National Clinical Guideline on The Irish National Early Warning System (INEWS)
The National Clinical Effectiveness Committee (NCEC) requires consideration of evidence on both the clinical and cost-effectiveness of health technologies in the development of all National Clinical Guidelines (NCG) in Ireland. In addition, the completion of a budget impact analysis (BIA) based on the implementation of a National Clinical Guideline is required. The role of the HRB-CICER team is to independently review the evidence and provide scientific and methodological support in the development, by the Guideline Development Group (GDG), of these evidence-based NCGs.
The Irish National Early Warning System (INEWS), launched in February 2013, was the first NCG to be published. It clearly sets out how to recognise and respond to patients whose condition is deteriorating. This guideline was designed for adults in acute hospitals and was based on international evidence of what is known to work best. As part of updating the INEWS NCG, the HRB-CICER team conducted systematic reviews of the clinical effectiveness and cost-effectiveness literature so that changes in the evidence on early warning systems (EWSs) for use in acute patient care could inform the NCG update. This involved:
- An update of the previous systematic review of clinical effectiveness and cost-effectiveness conducted to support the development of the INEWS guideline (four review questions)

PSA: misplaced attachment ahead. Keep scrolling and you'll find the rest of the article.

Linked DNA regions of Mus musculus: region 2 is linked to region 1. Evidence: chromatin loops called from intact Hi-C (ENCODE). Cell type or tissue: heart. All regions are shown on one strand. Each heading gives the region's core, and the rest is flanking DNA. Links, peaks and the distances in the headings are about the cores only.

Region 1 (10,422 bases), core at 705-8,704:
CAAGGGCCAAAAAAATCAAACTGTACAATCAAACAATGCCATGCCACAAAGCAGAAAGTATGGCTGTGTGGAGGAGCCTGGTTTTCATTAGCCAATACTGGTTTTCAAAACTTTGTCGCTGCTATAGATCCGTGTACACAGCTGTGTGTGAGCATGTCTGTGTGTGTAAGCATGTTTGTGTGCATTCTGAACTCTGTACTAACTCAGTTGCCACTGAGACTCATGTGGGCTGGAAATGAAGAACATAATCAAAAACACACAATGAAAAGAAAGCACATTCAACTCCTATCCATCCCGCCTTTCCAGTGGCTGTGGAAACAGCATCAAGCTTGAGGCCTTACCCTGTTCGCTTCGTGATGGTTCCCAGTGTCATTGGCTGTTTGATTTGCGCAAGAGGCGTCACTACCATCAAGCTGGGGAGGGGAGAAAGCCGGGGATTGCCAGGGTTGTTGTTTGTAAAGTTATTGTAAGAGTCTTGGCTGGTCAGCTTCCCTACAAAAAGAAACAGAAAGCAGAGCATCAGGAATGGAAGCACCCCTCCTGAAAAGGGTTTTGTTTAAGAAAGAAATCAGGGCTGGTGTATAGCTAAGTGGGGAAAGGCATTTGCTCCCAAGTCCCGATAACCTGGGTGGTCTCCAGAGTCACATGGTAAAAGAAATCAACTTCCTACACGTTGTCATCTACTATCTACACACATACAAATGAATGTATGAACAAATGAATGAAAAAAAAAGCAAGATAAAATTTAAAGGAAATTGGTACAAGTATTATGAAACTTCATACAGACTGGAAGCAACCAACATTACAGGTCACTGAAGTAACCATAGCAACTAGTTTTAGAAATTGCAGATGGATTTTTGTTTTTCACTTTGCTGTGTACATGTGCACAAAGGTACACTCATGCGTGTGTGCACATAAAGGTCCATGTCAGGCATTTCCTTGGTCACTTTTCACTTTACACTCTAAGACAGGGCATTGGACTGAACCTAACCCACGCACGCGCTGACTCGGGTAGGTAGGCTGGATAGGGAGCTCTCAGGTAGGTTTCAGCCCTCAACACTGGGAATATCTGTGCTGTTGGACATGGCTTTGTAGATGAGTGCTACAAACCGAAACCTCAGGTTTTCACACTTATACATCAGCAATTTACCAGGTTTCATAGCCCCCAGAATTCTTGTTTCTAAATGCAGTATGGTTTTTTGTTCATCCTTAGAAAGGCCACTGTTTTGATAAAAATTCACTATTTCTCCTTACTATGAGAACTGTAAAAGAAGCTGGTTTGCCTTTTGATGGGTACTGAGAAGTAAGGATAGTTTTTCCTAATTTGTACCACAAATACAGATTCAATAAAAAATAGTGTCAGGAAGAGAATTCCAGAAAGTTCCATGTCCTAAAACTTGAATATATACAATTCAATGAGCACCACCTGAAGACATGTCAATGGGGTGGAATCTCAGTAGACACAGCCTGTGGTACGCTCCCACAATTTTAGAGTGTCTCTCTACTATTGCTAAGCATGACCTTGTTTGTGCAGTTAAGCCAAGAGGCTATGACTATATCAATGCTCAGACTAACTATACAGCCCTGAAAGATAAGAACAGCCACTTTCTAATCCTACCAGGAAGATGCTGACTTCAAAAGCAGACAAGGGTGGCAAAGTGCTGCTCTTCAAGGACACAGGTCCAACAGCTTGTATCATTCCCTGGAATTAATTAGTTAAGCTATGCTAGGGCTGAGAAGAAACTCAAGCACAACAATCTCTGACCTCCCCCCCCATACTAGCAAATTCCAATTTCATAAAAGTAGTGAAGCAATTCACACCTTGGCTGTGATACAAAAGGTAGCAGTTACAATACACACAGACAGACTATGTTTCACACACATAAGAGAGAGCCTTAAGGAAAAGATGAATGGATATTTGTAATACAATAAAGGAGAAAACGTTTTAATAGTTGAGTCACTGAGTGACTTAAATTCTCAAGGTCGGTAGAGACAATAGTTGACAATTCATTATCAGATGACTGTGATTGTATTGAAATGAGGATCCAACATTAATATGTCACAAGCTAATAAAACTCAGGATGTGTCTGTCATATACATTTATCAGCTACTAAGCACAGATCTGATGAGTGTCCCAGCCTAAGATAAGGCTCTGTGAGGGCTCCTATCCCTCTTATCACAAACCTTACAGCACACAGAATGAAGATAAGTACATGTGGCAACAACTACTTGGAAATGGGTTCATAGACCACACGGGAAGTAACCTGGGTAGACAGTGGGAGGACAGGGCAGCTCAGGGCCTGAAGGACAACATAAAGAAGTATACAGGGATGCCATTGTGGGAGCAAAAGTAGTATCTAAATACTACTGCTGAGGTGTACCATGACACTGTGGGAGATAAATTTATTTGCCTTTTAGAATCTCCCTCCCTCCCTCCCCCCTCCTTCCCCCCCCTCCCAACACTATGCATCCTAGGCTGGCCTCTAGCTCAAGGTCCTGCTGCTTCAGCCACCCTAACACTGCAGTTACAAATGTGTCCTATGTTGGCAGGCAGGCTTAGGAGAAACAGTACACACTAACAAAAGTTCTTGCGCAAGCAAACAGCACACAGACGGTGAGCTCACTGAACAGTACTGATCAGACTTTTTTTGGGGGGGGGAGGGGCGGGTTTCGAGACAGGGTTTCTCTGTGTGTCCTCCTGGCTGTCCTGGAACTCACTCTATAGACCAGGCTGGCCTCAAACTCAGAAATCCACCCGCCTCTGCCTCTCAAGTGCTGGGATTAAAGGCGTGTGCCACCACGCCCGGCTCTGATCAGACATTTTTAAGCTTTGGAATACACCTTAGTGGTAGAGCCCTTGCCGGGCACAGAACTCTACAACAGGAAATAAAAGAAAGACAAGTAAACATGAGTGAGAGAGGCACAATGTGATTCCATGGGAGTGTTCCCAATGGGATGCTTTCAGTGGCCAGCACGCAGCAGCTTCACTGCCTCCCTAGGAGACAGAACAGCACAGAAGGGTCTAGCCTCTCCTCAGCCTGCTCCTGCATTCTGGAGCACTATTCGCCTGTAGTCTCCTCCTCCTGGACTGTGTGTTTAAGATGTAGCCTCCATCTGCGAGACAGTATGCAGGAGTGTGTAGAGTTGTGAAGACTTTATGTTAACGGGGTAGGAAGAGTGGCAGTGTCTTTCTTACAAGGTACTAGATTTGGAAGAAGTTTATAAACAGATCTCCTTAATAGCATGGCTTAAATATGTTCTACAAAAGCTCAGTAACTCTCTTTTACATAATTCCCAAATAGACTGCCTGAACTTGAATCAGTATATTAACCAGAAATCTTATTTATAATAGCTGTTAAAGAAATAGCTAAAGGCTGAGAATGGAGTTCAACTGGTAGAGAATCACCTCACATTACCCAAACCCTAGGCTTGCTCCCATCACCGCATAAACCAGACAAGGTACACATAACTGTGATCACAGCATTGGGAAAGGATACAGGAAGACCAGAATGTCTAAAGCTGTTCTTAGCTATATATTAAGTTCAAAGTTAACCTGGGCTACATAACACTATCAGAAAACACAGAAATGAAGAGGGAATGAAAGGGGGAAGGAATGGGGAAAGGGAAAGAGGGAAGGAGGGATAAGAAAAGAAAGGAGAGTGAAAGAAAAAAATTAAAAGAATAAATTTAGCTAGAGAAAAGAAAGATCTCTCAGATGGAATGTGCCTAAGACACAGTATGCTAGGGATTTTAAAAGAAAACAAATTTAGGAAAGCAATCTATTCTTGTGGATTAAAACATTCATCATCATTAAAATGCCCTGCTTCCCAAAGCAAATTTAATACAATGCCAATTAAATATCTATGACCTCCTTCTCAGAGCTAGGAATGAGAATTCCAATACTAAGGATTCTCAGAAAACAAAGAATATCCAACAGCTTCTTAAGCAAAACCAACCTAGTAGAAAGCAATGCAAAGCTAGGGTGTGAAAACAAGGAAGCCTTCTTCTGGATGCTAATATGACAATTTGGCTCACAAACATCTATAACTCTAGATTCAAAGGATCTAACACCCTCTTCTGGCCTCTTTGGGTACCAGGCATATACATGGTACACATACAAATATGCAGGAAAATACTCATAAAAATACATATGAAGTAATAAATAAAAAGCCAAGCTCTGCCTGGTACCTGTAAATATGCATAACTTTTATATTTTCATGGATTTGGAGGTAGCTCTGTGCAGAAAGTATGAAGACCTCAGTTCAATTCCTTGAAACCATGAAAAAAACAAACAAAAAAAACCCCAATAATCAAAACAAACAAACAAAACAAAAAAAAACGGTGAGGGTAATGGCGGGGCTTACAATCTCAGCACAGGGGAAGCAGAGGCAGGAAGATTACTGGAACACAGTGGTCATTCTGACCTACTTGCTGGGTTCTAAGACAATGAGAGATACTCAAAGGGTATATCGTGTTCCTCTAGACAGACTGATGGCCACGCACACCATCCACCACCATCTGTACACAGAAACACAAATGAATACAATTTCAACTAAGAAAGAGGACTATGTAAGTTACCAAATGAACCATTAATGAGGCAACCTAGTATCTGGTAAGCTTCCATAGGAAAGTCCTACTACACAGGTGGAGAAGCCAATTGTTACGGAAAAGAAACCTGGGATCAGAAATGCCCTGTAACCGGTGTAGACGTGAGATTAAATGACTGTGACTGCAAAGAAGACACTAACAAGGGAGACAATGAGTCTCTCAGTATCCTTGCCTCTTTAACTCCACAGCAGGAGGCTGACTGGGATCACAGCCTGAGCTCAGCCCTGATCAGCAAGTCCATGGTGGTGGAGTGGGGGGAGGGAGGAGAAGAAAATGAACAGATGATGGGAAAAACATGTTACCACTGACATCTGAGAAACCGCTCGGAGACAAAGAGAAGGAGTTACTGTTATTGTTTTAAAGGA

- Two new systematic reviews were also completed. The first to identify the effectiveness of modified EWSs compared to the INEWS in two sub-populations (frail elderly adults and adults with acute respiratory conditions) and the second to assess why health care professionals fail to escalate the EWS as per the protocol?
A BIA was conducted to quantify the resource implications to the Health Service Executive following implementation of the guideline recommendations. The main cost and resource implications of the INEWS guideline update included the introduction of an advanced nurse practitioner responder model; an eLearning module; and protected time for Deteriorating Patient Consultant champions.
Many cases of adverse patient outcomes (for example cardiac arrest or death) in the acute hospital setting may be preventable; therefore, early recognition of clinically deteriorating acute adults is a priority for improving health services and saving lives.
The Irish National Early Warning System (INEWS) incorporates a bedside tool that is used for monitoring the condition of acute adult inpatients to facilitate early detection and management of physiological clinical deterioration by the rapid response team. The INEWS chart is completed at the bedside. Vital signs (respiration rate, oxygen saturation, temperature, heart rate, blood pressure, urine and neurological response) are recorded on charts and colour-coded according to their value using pre-defined thresholds for abnormalities. If a patient exceeds these thresholds, an escalation of care should be initiated by the healthcare professional.
The systematic review of the literature to support the update of the INEWS NCG No. 1 was carried out in accordance with agreed HRB-CICER quality assurance framework processes and following the HIQA guidelines for the retrieval and interpretation of economic literature and for evaluating the clinical effectiveness of health technologies in Ireland .
The BIA was conducted in accordance with the HIQA guidelines for BIAs and economic evaluation in Ireland.